Thursday, October 18, 2007

Virtual Conferencing: Should we go 3-D?

With the rise of fuel prices and the advancement of information technology, teleconferencing presents an ever-more-capable alternative to business travel. Tech News World's article "Virtual Meetings: Bridging the Distance Gap" investigates two types of teleconferencing currently in development: video conferencing and 3-D virtual conferencing. The former offers high-definition video and audio, both live and carefully synchronized. The latter involves virtual conference rooms, populated by individually controlled avatars.

My initial reaction was that 3-D virtual conferencing is just a toy, and video conferencing is the way to go. Why bother using little computer-animated figures when live video looks more realistic? Then it dawned on me: Though video conferencing effectively connects two rooms full of people, trying to use video to communicate in more than two locations gets complicated. The number of locations is either limited by how many screens are in each conference room, or some of communication's flow must be sacrificed.

With a 3-D virtual environment, bringing people in from multiple locations does not introduce the same limits. On EverQuest, my dad discusses and carries out battle strategies with his group as if everyone's in one place, even if the other players are scattered in five different physical locations. The same principles apply to discussing business strategy. Since members of the same company live in many distant places, 3-D virtual conferencing offers a promising solution.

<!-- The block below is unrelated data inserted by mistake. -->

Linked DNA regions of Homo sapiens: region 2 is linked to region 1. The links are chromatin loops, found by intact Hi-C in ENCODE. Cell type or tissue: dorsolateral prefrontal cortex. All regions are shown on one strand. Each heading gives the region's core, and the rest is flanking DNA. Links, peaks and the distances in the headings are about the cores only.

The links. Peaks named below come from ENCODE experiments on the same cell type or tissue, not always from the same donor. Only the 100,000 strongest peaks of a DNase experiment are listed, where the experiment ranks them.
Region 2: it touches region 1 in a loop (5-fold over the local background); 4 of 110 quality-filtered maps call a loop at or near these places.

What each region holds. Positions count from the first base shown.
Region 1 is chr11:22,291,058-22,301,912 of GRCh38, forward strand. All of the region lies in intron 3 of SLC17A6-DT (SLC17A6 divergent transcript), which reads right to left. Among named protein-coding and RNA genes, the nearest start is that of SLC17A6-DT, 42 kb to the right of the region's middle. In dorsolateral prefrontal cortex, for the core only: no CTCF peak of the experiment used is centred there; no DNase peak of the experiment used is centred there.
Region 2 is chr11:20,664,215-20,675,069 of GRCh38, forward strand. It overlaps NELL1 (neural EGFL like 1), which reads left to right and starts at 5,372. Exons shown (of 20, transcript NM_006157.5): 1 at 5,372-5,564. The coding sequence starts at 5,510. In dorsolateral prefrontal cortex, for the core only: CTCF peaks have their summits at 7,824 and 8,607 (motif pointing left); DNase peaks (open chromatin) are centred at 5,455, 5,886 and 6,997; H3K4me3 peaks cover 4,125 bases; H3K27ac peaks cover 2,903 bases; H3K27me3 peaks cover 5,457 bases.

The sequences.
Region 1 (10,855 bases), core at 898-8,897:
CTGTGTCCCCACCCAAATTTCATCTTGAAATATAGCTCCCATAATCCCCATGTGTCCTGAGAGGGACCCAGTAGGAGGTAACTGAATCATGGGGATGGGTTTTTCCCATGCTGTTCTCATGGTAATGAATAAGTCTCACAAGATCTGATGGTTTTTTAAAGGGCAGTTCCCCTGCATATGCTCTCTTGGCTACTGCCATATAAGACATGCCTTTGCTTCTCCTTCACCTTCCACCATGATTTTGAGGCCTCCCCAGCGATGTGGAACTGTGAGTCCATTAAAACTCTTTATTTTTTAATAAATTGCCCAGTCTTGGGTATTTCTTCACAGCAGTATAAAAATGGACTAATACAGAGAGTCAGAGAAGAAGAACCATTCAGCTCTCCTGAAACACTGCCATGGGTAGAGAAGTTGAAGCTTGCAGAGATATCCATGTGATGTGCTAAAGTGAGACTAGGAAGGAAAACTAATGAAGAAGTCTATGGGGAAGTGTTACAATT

Tuesday, October 16, 2007

Wireless Internet: Our New Weak Spot

Hacking into computer accounts doesn't take creativity; it takes knowledge of a common weak spot and persistence to find out who has it. In Cliff Stoll's Cuckoo's Egg, the hacker could walk right into various military computer systems of the 1980's, simply because the system administrator didn't change the default passwords. It seems like resetting these passwords would be common sense, but those administrators lived in the days that the Internet was a small, trusting community. They didn't expect hackers.

The face of the Internet has changed over the last 20 years. Now the Internet serves millions of individuals and corporations. Many of today's websites apply lessons from the past, such as requiring that a user's password contain both letters and numerals, and that the password be changed periodically. But innovations bring new vulnerabilities, to which Internet users are newly naive. Today's site of frequent security holes is the wireless network.